"If you scramble in high places (scrambling is moving over terrain steep enough to use your hands) without proper experience, training and equipment, or allow children to do so, you are making a terrible mistake. Even if you know what you're doing, lots of things can go wrong and you may be injured or die. It happens all the time...."

Just don't wear an iPod when you go running, for heaven's sake. Why you'd want those wires and shit all up in your ears and around your neck anyway, I don't know.

Tuesday, July 7, 2009

The House of Vampire

"Once you enter the house of empire, you are lost. You are going to be silenced." That's what Howard Zinn said on Democracy Now this morning about Robert McNamara and the impossibility of changing government from within; they went on to talk about Daniel Ellsberg.

But my daughter piped up from the backseat: "What does that mean, enter the house of vampire?" So we went on to talk about supernatural creatures, admitting it when you're wrong, telling other people you won't be in on it when they do something wrong, etc.

Tonight is the first of a series of eclipses, this one in my first/seventh house, the rest in the second/eighth. Does that mean progress?

Here's my Michael Jackson memory: William S. Burroughs' 80-something birthday party, basement of Herb's restaurant on P street, and they kept playing stuff from Off the Wall over and over and over and over. The big sheet cake had plastic cowboys on it; I think I still have one.

I was thinking of the above commercial the other day; "no, no my brother" is something I say fairly often, but I was a little surprised that there are so few references to it out there. There was another commercial I can't find in which he gives the "no, no" line to a guy trying to cut in on him while he was slow-dancing. This is the time of year that puts me in mind of slow drags, close to skin smelling faintly of chlorine from the pool. I felt more strongly the death of the great Curtis Mayfield; while only one radio station did tributes to him, I painted the room that would become my daughter's nursery; equal parts sadness and hope.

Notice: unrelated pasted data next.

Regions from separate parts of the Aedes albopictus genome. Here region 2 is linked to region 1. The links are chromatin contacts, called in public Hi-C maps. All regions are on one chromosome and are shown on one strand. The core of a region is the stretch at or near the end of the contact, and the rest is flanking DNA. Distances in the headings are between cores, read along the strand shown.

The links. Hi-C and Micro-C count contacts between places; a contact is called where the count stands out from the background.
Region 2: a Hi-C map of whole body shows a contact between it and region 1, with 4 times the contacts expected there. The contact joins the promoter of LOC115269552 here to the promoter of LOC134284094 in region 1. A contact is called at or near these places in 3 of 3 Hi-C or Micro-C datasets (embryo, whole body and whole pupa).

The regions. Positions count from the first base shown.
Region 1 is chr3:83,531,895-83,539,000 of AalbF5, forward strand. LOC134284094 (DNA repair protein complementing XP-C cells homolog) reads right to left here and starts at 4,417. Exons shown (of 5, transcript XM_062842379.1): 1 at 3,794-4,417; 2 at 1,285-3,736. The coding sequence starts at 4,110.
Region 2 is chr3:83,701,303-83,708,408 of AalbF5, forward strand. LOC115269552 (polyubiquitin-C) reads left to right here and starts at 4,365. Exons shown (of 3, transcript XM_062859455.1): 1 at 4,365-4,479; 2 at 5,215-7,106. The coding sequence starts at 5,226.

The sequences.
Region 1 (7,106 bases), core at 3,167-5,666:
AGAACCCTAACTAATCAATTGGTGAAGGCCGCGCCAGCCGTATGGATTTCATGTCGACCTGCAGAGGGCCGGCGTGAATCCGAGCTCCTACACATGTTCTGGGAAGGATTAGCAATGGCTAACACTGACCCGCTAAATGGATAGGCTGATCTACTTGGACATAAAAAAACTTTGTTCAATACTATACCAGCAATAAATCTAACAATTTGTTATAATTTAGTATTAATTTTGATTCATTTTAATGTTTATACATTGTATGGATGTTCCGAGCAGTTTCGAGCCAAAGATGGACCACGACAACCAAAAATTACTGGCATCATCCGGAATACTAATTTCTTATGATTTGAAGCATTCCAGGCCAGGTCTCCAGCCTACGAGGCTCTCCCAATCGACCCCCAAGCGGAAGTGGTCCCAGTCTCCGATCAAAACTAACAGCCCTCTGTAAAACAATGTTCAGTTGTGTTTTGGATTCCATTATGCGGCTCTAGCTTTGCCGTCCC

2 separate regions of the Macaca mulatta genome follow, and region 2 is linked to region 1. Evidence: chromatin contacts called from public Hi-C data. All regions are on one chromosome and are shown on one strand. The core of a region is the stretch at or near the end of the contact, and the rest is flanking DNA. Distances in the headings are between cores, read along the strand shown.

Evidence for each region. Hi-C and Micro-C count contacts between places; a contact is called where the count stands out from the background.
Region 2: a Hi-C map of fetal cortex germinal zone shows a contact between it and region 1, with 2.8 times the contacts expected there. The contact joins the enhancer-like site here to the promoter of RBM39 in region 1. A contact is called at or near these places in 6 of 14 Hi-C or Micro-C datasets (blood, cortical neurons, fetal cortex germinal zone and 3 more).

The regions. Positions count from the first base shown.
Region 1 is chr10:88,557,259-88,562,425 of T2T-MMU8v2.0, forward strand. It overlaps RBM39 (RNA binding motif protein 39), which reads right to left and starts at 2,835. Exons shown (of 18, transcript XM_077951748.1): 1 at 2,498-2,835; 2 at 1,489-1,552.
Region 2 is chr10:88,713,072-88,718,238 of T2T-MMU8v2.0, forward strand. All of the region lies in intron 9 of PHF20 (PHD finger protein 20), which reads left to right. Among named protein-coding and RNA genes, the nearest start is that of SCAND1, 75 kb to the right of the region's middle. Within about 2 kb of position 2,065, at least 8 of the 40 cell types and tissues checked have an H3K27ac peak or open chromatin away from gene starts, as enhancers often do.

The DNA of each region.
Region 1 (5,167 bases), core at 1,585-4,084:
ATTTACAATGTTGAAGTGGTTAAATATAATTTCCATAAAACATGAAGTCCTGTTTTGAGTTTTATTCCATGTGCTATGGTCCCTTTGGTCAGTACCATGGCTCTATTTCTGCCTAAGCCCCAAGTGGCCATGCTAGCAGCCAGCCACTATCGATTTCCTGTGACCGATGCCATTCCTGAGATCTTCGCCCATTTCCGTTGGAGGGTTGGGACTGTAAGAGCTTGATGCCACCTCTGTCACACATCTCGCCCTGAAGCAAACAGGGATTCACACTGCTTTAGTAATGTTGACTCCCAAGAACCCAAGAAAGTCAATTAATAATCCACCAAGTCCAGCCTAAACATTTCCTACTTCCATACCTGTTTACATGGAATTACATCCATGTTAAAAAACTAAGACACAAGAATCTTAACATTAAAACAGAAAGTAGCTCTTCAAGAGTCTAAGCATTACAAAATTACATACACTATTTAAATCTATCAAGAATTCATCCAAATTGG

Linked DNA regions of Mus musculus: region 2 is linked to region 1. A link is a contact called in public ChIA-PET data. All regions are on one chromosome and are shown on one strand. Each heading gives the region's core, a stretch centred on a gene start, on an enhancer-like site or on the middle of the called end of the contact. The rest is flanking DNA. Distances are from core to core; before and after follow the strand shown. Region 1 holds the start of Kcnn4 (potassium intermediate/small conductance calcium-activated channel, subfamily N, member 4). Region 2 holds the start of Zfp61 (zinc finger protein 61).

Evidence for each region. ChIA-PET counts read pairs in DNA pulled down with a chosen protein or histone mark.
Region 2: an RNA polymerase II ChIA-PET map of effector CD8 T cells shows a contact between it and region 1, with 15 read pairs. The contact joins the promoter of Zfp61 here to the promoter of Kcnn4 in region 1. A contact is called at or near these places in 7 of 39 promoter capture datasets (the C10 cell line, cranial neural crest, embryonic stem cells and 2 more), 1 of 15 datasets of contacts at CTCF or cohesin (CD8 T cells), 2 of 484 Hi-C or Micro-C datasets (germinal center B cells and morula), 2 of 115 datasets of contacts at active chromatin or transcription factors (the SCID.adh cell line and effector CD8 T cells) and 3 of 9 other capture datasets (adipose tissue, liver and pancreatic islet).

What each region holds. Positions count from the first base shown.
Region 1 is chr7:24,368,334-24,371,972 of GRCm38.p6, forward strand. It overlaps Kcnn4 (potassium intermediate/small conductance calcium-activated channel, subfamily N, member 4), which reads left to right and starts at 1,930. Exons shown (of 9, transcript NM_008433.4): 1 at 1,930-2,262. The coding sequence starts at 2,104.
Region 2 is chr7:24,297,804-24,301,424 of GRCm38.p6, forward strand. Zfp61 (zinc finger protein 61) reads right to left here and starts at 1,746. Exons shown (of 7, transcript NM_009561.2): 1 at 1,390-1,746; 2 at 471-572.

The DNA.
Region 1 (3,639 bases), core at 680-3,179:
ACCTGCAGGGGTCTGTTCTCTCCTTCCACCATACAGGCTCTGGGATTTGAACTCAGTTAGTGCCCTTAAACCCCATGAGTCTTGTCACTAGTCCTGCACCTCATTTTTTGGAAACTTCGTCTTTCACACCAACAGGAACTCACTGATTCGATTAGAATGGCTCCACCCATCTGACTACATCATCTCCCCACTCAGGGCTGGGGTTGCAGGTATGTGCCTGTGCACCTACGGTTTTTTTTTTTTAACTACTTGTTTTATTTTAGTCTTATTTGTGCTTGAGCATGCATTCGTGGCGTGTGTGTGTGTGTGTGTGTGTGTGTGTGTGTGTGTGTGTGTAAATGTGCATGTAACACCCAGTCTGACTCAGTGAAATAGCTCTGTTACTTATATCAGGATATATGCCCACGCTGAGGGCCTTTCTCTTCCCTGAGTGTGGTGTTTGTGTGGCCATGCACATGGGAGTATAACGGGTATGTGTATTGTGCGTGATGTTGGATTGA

Eclipses mean an open door to choose where you want your life to go next; I choose the blue light in the basement and the grass-tinged night air coming in the open basement door, not the house of vampire.

Friday, July 3, 2009

Messing Up the Paintwork

My mind is officially blown; Mercury is in my 1st house, so I'm bombarded with extraordinary information and writing and new concepts. In the spirit of the first item, I hereby am not allowed to simply rant but must actually do something concrete as regards everything I note here.

Sorry to break the news, but you are not Neda: Study shows Facebook activism is for shit. A researcher created a fake activist page about an issue that didn't even exist, and had hundreds subscribe. They were so alienated from actually physically doing something that they didn't even realize the issue didn't exist.

People have long sought to accessorize their souls through loud public expressions of concern; Facebook and blogging and etc. are just new kinds of loudspeakers.

Don't get me wrong; I love, love hearing the thoughts, whereabouts, jokes, metas, madnesses, links, music, video clips, all of it from my tiny group of online friends. Some of my days would be killer-dull without your brilliance.

It's the random naive, simplistic political rants I could do without. I used to have to edit letters to the editor, so I developed this allergy to tortured metaphors and carelessly brandished outrage unaccompanied by any viable solutions or power or effort to execute the orders these writers issued to the world from their safe basements. Nausea, hives, worse.

From the Post:

What surprised Colding-Jorgensen about people's behavior on his site was that the group was "in no way useful for horizontal discussions." Users wanted not to educate themselves or figure out how to save the fountain, but to parade their own feelings of outrage around the cyber-public. "Just like we need stuff to furnish our homes to show who we are," says Colding-Jorgensen, "on Facebook we need cultural objects that put together a version of me that I would like to present to the public."